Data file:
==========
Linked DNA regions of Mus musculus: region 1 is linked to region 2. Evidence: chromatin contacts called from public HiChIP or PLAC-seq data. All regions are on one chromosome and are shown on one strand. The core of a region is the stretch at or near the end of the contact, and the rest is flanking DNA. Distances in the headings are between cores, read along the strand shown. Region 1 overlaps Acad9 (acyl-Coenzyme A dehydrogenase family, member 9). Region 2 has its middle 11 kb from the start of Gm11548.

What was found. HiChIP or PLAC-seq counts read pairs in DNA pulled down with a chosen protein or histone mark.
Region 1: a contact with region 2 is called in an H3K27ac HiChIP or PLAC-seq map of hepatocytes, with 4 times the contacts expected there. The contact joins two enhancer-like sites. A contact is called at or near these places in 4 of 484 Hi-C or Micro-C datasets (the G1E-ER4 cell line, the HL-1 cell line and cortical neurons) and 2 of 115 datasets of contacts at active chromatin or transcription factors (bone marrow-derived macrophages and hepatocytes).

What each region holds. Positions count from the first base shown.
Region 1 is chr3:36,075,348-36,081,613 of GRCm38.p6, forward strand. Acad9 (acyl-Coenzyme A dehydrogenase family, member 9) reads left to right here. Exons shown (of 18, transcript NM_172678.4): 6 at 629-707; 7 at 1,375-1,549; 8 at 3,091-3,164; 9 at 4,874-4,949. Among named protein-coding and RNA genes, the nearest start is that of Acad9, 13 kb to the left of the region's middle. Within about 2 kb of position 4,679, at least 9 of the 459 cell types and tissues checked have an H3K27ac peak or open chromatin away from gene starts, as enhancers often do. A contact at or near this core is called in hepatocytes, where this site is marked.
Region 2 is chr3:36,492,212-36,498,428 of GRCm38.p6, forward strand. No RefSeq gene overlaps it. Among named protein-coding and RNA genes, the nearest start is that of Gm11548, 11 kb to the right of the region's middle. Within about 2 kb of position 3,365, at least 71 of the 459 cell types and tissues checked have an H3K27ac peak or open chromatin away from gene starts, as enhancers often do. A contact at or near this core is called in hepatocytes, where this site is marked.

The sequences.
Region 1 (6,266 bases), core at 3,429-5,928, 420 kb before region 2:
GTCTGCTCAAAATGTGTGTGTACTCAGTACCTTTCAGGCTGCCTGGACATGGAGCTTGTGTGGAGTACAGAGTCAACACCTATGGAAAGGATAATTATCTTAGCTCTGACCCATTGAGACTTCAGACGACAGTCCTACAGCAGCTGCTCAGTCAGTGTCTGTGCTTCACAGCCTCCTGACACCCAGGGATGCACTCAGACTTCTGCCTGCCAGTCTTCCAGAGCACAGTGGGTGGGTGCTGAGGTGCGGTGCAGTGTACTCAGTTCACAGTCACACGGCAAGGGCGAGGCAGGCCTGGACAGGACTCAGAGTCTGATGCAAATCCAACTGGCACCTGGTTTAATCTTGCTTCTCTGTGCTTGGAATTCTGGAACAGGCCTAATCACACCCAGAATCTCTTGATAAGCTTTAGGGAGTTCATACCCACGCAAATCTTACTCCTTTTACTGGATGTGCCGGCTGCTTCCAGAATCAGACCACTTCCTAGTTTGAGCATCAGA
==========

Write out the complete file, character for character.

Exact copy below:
Linked DNA regions of Mus musculus: region 1 is linked to region 2. Evidence: chromatin contacts called from public HiChIP or PLAC-seq data. All regions are on one chromosome and are shown on one strand. The core of a region is the stretch at or near the end of the contact, and the rest is flanking DNA. Distances in the headings are between cores, read along the strand shown. Region 1 overlaps Acad9 (acyl-Coenzyme A dehydrogenase family, member 9). Region 2 has its middle 11 kb from the start of Gm11548.

What was found. HiChIP or PLAC-seq counts read pairs in DNA pulled down with a chosen protein or histone mark.
Region 1: a contact with region 2 is called in an H3K27ac HiChIP or PLAC-seq map of hepatocytes, with 4 times the contacts expected there. The contact joins two enhancer-like sites. A contact is called at or near these places in 4 of 484 Hi-C or Micro-C datasets (the G1E-ER4 cell line, the HL-1 cell line and cortical neurons) and 2 of 115 datasets of contacts at active chromatin or transcription factors (bone marrow-derived macrophages and hepatocytes).

What each region holds. Positions count from the first base shown.
Region 1 is chr3:36,075,348-36,081,613 of GRCm38.p6, forward strand. Acad9 (acyl-Coenzyme A dehydrogenase family, member 9) reads left to right here. Exons shown (of 18, transcript NM_172678.4): 6 at 629-707; 7 at 1,375-1,549; 8 at 3,091-3,164; 9 at 4,874-4,949. Among named protein-coding and RNA genes, the nearest start is that of Acad9, 13 kb to the left of the region's middle. Within about 2 kb of position 4,679, at least 9 of the 459 cell types and tissues checked have an H3K27ac peak or open chromatin away from gene starts, as enhancers often do. A contact at or near this core is called in hepatocytes, where this site is marked.
Region 2 is chr3:36,492,212-36,498,428 of GRCm38.p6, forward strand. No RefSeq gene overlaps it. Among named protein-coding and RNA genes, the nearest start is that of Gm11548, 11 kb to the right of the region's middle. Within about 2 kb of position 3,365, at least 71 of the 459 cell types and tissues checked have an H3K27ac peak or open chromatin away from gene starts, as enhancers often do. A contact at or near this core is called in hepatocytes, where this site is marked.

The sequences.
Region 1 (6,266 bases), core at 3,429-5,928, 420 kb before region 2:
GTCTGCTCAAAATGTGTGTGTACTCAGTACCTTTCAGGCTGCCTGGACATGGAGCTTGTGTGGAGTACAGAGTCAACACCTATGGAAAGGATAATTATCTTAGCTCTGACCCATTGAGACTTCAGACGACAGTCCTACAGCAGCTGCTCAGTCAGTGTCTGTGCTTCACAGCCTCCTGACACCCAGGGATGCACTCAGACTTCTGCCTGCCAGTCTTCCAGAGCACAGTGGGTGGGTGCTGAGGTGCGGTGCAGTGTACTCAGTTCACAGTCACACGGCAAGGGCGAGGCAGGCCTGGACAGGACTCAGAGTCTGATGCAAATCCAACTGGCACCTGGTTTAATCTTGCTTCTCTGTGCTTGGAATTCTGGAACAGGCCTAATCACACCCAGAATCTCTTGATAAGCTTTAGGGAGTTCATACCCACGCAAATCTTACTCCTTTTACTGGATGTGCCGGCTGCTTCCAGAATCAGACCACTTCCTAGTTTGAGCATCAGA